In the Appellant’s Brief which was adopted as his argument in this appeal, the Appellant via his learned Senior Counsel, Prof. Wahab O. Egbewole, SAN, had argued that by the provisions of section 6(6)(b) of the 1999 Constitution of the Federal Republic of Nigeria as amended, the Courts have unfettered powers to determine all disputes between persons and authorities without any exception. He supported it with a decision of this Court in Kulak Trades and Industries Plc v. The Tug Boat M/V Japual B. and anor (2011) LPELR-8630 where the term “justiciable interest” was defined as a cause of complaint, the civil right or obligation fit for determination by a Court of Law, and a dispute in respect of which a Court of Law is entitled to invoke its judicial powers to determine under section 6(6)(b) of the 1999 Constitution. He then queried whether there is a dispute between the Appellant and the Respondents. He relied on Chinwo v. Owhonda (2008) 3 NWLR Part 1074 page 341 at 360 and Amah v. Nwankwo (2007) 12 NWLR Part 1049 page 552 and submitted that a suit is justiciable when the claimant has referred to a real and substantial controversy or breach of his fundamental rights which is ripe for Court’s determination. He submitted that in the instant appeal, the Appellant and those he represents are challenging the rights of the 1st, 4th and 5th Respondents to change their fortune as duly elected executives of the 1st Respondent from the Ward Congress election conducted on the 7th March, 2020. He referred to the lower Court’s remark depicted at page 1344 Volume II of the record that section 6(6)(b) of the Constitution does not clothe the Courts with jurisdiction to determine cases that they do not have statutory backing to determine, and, then contended no such exception was provided in the said constitutional provision. He also pointed out that the cases relied on by the lower Court in that respect did not consider the provisions of section 6(6)(b) of the Constitution. He stressed that the main grouse of the Appellant and his group is that the 1st, 4th and 5th Respondents acted in flagrant disobedience to the 1st Respondent’s Constitution and Guidelines for the conduct of Ward Congress in refusing to acknowledge the election of the Appellant and failure to collate the result but instead inputted strange names in the result collation sheet. He argued that the question of compliance with the Constitution of the 1st Respondent and its Guidelines is one of the matters that can be determined by Court. He stated that the 1st, 4th and 5th Respondents failed to follow the provisions of its Constitution and Guidelines in the conduct of the Ward Congress especially in the results returned and that is clearly a justiciable and triable issue by Court. Learned Senior Counsel explained that the 1st Respondent appointed a Congress Committee which was expected to move to Ekiti State on a day before the exercise in accordance with the protocol and conventions of the 1st Respondent operations on Congresses. He tried to explain how such election is usually conducted at the Wards by Ward Electoral Officers who will report to the 2 Local Government Officers and who in turn will submit the results to the 4th Respondent Committee for Collation. He said that the parties were in agreement that there are 177 Wards in Ekiti State and that there are 32 people appointed to supervise the election. They agreed that the 32 persons can only supervise and not conduct. It was stated that since the Ward Congress were conducted simultaneously, it was impossible for only two persons to conduct election in 10 Wards at the same time. The Learned Senior Counsel stated that by the Appellant’s view point, the Ward Electoral Officers are actually the officers in the various Wards in the State and that it is their result that should be acted upon by the Ward Congress Committee for Ekiti State under the Chairmanship of the 4th Respondent. Learned Senior Counsel then emphasised that all the steps were complied with. Learned Senior alleged that at the point of collation the 4th Respondent was no where to be found. Eventually when he showed up and insisted that the process be repeated and in spite of the protestation of the stakeholders to the directive, the same was complied with. (This shows that a second election was conducted after the arrival of the 4th Defendant and his National Working Committee appointed by the 1st Defendant strictly for that purpose). It was argued that notwithstanding the compliance of the Appellant and those he represents with all the steps set up by the 1st Respondent, the 4th Respondent made himself unavailable but later showed up for the process to be repeated. It was argued that the Appellant and those he represents cannot be punished because of the 4th Respondent’s failure and non-availability. It was said that the Ekiti State Chairman of the 1st Respondent in his report indicated those that obtained Nomination Forms for the purpose of the election held on the said 7/3/2020 and, in his affidavit, he clearly stated that only the Appellant and those he represents were the ones who collected and submitted Nomination Forms. He argued that those infractions of the Constitution and Guidelines of a political party with respect to the members of the political party especially when an aggrieved member has taken all the necessary remedial steps that he/she ought to take in the determination of his/her rights. The Appellant timeously made his grievances known to the Appeal Committee set up by the 1st Respondent, complied with all the administrative steps set up for the resolution of the complaints, and it was only after exhausting all internal remedies available to them that the suit was commenced. It was contended that by the report of the Chairman of the Appeal Panel, 5th Respondent shown in pages 508-519 Vol. I of the record, the Appellant clearly established that there was an infraction of the Constitution and Guidelines of the 1st Respondent. The Learned Senior Counsel strongly contended that the argument of internal affairs of a party must be balanced vis-a-vis the rights of members to approach the Courts to uphold the law. He then made reference to the cases of Umezinne v. A. G., Federation (2019) 11 NWLR Part 1683 page 358, Onuoha v. Okafor (1983) 2 NSCC page 505, PDP v. Sylvia (2012) 13 NWLR Part 1316 page 85, Lau v. PDP (2018) 4 NWLR Part 1608 page 60 at 123, and argued that by the established law, a party cannot be allowed to rely on his own wrongdoing nor benefit from his own iniquity or indolence particularly when he invokes technicality to shut the other party out from representing his case. It was then submitted that the 1st 4th and 5th Respondents having failed to comply with the laid down procedure for the conduct of the Ward Congress cannot now be allowed to dwell on the argument that the issues involved are internal party affairs over which the Courts lack jurisdiction. He further referred to the decision in Onuoha v. Okafor (supra) where it was held that political parties are like any other corporation that operates within the guidelines, the power and duties set out in its constitution. All its members are bound by its provisions and their rights and obligations created by the Constitution. Learned Senior Counsel submitted that the 1st Respondent cannot act arbitrarily or as it likes because as exemplified in the numerous decisions of the Courts, parties are bound by the Constitution of Nigeria, the Electoral Acts, their own Constitution and Guidelines. Political Parties including the 1st Respondent are mandatorily compelled to act in strict accordance with regulations put in place. He further highlighted an observation inone of the cases that where a political party refuses or neglects to abide by the provisions of its Constitution in its relationship with its members, then the culture of impunity would certainly set in and with it, chaos uncertainty and indiscipline; which should not be encouraged. He submitted that it is high time the doctrine of political questions be jettisoned to give way for justiciability as applicable in other jurisdictions. I must observe by this submission, the Learned Senior Counsel clearly acknowledged that questions touching on the internal affairs of a political party are political questions.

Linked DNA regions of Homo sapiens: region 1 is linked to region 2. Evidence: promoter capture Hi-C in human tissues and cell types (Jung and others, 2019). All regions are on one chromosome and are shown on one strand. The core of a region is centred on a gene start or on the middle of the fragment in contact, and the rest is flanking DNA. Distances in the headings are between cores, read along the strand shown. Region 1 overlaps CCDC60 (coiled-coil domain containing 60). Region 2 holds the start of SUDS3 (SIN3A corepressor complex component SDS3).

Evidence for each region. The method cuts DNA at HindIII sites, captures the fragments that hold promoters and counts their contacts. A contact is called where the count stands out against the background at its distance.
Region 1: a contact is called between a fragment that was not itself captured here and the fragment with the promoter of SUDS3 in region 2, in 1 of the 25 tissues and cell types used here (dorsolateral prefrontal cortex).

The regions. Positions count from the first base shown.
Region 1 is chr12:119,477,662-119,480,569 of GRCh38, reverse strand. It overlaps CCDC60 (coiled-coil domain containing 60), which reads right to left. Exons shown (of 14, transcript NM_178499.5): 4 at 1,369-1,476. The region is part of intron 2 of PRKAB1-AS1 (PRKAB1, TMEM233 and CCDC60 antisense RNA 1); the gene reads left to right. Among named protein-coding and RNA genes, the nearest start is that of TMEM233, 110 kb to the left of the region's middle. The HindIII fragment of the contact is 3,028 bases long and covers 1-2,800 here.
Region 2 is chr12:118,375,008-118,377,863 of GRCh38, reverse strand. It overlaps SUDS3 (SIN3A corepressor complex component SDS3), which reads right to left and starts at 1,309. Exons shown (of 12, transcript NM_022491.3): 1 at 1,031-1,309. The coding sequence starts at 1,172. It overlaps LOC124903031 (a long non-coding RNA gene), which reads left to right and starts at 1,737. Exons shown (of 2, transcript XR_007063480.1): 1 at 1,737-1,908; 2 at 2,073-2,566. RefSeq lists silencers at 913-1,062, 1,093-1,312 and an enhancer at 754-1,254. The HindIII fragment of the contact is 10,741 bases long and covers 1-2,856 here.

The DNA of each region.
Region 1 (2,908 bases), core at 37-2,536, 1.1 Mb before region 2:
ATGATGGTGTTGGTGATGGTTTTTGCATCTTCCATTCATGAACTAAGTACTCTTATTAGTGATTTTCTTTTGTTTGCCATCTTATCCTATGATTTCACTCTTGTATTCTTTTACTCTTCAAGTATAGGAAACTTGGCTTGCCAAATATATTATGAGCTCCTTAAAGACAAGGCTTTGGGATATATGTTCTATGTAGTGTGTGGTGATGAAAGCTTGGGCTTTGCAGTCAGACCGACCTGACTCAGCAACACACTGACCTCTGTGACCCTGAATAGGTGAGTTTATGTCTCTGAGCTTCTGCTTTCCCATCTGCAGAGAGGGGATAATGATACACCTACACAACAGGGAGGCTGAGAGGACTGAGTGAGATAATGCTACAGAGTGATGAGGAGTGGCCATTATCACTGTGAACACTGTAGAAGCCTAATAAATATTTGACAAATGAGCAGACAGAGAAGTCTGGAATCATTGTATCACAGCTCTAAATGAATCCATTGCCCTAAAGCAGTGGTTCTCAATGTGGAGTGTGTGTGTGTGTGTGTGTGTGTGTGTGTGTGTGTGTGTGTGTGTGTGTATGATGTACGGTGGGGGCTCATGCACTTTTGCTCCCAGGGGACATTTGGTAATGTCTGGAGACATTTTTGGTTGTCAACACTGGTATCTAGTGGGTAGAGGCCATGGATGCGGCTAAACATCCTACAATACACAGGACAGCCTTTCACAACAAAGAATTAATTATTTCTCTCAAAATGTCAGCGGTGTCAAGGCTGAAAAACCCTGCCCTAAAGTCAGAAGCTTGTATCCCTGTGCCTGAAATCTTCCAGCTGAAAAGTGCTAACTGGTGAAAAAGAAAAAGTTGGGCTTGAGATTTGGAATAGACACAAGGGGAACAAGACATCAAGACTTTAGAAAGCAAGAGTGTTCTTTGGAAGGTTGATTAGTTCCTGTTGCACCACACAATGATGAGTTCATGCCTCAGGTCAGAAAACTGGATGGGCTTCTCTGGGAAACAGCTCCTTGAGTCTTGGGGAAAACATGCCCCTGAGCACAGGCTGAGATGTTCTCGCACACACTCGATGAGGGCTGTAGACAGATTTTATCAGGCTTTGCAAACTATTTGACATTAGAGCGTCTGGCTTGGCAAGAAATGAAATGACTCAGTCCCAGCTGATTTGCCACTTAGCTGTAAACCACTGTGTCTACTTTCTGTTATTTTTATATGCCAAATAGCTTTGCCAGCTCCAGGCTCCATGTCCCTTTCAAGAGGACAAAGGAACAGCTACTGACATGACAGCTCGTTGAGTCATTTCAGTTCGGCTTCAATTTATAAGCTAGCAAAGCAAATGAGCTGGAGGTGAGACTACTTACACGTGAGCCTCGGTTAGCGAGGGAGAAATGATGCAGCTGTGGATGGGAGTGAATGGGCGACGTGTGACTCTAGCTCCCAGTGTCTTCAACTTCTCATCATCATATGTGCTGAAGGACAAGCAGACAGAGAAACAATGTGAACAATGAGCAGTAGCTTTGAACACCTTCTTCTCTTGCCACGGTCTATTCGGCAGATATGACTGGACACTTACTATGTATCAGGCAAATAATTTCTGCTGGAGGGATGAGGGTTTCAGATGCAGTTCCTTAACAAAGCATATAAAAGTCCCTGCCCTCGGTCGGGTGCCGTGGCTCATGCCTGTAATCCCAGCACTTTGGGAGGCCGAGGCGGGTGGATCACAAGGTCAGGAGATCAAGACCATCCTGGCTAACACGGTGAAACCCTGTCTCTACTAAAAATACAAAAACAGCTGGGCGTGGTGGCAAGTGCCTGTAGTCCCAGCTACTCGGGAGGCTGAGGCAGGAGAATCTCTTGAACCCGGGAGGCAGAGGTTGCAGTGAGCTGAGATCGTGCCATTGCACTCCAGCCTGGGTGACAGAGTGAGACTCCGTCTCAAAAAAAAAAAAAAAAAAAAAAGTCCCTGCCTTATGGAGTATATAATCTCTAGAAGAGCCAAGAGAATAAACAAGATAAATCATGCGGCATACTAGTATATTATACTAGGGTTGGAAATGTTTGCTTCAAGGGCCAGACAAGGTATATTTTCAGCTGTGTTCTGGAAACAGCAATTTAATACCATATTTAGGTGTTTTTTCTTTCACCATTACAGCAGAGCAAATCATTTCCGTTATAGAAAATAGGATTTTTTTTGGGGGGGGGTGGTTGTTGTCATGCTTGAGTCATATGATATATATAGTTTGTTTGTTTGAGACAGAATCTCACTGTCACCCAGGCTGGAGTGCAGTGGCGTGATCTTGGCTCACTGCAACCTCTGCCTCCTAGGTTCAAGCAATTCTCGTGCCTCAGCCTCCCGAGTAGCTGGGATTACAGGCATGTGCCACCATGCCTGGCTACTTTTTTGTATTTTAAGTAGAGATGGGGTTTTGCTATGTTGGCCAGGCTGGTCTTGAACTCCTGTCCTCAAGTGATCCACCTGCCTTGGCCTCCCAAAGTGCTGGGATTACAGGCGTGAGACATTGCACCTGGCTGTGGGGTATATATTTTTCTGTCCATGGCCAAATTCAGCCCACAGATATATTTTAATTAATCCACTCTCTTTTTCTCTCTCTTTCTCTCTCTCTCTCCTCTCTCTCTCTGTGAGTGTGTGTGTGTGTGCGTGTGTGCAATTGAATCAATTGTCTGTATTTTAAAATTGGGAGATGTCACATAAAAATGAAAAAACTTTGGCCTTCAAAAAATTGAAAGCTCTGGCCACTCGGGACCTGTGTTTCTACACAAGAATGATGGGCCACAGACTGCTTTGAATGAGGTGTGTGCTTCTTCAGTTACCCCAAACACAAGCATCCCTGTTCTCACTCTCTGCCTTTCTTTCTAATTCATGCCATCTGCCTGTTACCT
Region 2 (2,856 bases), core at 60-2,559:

The impunity with which parties now operate with regard to election of their officers deserves a search light and the way the Court dealt with the issue of party primaries. He referred to Amaechi v. INEC (2007) 18 NWLR Part 1065 page 42, Inakoju v. Adeleke (2007) 4 NWLR Part 1025 page 423 and Chief Koku Gariga & ors v. Bayelsa State Independent Electoral Commission and ors (2012) LPELR -9294)(CA), and submitted that before the Supreme Court decision therein, a Political Party’s primary was a subject of internal affairs without regard to the Party’s Constitution, and the impeachment of political Office holders were regarded as non-justiciable.